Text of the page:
Over the last few years, I have been dealing with more and more startup entrepreneurs who have successfully bootstrapped their businesses. They've had to in a time when funding a new business isn't easy. Banks aren't lending, and venture capital is harder to come by.

Bootstrapping requires startup entrepreneurs to be creative and efficient, because they don't have multimillion-dollar marketing budgets or teams of people to help them. Here are 10 things I have learned from startups, much of which can be applied to businesses large or small.

1. Measure everything

If you are doing any sort of online marketing, you need to be tracking your website traffic and conversions properly. Doing so is not expensive, but it can take a bit of time to set up.

Google Analytics is your friend. It is free and easily installed, and the data you can collect is extremely useful whether you are a small or large business. (The 2014 Kissmetrics guide to Google Analytics is one of the best I've found.)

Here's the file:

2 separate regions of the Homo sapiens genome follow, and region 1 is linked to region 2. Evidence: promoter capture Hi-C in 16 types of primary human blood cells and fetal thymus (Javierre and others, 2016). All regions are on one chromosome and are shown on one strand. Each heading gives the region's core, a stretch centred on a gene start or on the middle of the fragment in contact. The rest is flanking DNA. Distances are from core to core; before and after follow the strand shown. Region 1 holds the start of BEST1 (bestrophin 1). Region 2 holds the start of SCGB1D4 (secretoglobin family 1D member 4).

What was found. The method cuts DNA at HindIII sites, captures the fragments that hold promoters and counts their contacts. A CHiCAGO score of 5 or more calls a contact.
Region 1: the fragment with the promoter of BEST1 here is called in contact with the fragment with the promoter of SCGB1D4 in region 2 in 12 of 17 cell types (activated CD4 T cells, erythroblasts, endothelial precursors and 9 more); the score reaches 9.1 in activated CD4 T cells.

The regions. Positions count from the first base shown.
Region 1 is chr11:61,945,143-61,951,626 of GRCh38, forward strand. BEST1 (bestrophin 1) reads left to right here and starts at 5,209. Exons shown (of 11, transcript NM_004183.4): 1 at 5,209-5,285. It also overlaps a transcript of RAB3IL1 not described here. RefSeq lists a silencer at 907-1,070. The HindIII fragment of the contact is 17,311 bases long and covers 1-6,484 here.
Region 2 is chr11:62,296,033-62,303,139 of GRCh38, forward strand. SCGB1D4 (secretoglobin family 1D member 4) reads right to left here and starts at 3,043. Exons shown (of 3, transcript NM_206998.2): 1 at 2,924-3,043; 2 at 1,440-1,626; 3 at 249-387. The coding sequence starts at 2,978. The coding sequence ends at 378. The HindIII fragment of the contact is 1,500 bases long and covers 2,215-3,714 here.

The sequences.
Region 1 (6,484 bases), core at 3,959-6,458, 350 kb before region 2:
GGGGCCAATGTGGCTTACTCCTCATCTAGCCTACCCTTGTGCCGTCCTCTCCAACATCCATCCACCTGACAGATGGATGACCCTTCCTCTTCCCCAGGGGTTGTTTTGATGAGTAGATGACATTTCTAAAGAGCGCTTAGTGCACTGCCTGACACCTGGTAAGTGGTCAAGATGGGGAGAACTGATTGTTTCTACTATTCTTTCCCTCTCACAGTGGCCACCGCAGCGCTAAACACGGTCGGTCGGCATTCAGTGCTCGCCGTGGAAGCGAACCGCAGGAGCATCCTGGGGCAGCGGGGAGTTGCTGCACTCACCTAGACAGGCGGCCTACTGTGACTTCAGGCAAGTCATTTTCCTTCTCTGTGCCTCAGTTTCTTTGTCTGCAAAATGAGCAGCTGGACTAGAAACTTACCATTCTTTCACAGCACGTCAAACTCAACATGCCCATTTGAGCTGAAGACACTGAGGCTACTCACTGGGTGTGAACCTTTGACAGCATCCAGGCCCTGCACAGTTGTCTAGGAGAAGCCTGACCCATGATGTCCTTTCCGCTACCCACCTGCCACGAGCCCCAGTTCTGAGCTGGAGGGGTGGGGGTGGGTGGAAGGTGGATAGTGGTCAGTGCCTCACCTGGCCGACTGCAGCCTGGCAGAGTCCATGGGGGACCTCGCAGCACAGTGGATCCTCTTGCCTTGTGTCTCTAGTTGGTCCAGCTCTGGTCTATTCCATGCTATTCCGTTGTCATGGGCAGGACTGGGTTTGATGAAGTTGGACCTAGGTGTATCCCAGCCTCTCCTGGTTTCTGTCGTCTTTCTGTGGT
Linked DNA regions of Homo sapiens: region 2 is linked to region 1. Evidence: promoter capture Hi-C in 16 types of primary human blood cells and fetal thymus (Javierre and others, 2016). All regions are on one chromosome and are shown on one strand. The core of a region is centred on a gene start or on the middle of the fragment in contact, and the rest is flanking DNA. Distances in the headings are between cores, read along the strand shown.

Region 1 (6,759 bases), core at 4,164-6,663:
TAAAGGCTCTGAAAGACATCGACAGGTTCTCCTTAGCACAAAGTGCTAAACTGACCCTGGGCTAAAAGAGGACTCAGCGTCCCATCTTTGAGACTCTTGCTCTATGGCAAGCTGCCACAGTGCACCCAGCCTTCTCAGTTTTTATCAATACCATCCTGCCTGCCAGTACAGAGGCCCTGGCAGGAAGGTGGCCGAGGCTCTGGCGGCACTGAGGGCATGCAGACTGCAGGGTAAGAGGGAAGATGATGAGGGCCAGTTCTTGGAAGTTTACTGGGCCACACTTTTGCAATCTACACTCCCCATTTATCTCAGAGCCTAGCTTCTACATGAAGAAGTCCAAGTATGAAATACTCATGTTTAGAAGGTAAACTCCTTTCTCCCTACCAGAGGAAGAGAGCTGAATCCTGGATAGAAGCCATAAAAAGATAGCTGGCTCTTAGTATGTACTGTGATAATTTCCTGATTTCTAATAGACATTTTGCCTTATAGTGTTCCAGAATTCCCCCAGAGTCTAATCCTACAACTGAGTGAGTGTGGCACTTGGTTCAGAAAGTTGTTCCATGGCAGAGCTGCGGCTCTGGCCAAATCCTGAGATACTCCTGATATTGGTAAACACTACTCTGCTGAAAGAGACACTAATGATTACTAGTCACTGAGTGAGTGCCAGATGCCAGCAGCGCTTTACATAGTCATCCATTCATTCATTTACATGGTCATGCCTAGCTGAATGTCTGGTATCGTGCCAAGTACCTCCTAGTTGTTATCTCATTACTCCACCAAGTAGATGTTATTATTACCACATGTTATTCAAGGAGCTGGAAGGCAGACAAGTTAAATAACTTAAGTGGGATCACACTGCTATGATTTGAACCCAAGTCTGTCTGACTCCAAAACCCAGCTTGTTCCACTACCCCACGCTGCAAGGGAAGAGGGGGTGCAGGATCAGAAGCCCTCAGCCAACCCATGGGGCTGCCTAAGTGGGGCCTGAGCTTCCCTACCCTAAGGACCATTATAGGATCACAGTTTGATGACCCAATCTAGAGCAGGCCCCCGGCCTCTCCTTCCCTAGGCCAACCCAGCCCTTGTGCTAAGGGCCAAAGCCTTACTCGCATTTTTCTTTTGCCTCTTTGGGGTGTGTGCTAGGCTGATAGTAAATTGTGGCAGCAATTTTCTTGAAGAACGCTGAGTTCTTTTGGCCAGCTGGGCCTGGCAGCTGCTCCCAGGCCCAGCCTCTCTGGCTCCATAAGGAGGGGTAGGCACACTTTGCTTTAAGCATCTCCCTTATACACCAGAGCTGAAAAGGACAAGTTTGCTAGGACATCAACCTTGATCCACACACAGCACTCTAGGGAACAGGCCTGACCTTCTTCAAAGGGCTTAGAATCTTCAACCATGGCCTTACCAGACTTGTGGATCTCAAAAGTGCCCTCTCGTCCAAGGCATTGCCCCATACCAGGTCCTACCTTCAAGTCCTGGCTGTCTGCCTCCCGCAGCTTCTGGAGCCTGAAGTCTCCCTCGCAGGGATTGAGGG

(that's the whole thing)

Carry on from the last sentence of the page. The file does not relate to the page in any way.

With the additional features of Google's Universal Analytics, tracking is more advanced than ever before. Universal Analytics allows you to track a single user across multiple devices.

For example, a user might visit you from a Tweet on mobile, browse your site, leave, and then come back in a week to make a purchase via a desktop. In previous versions of Google Analytics, if the user didn't convert on first visit, you would have no way of attributing the sale (or the "assist") back to the original Tweet. Now you do.

2. Test first, then scale

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Thomas Smale is the owner and co-founder of online business brokerage FE International, where he helps website owners sell their businesses and helps investors buy them.

LinkedIn: Thomas Smale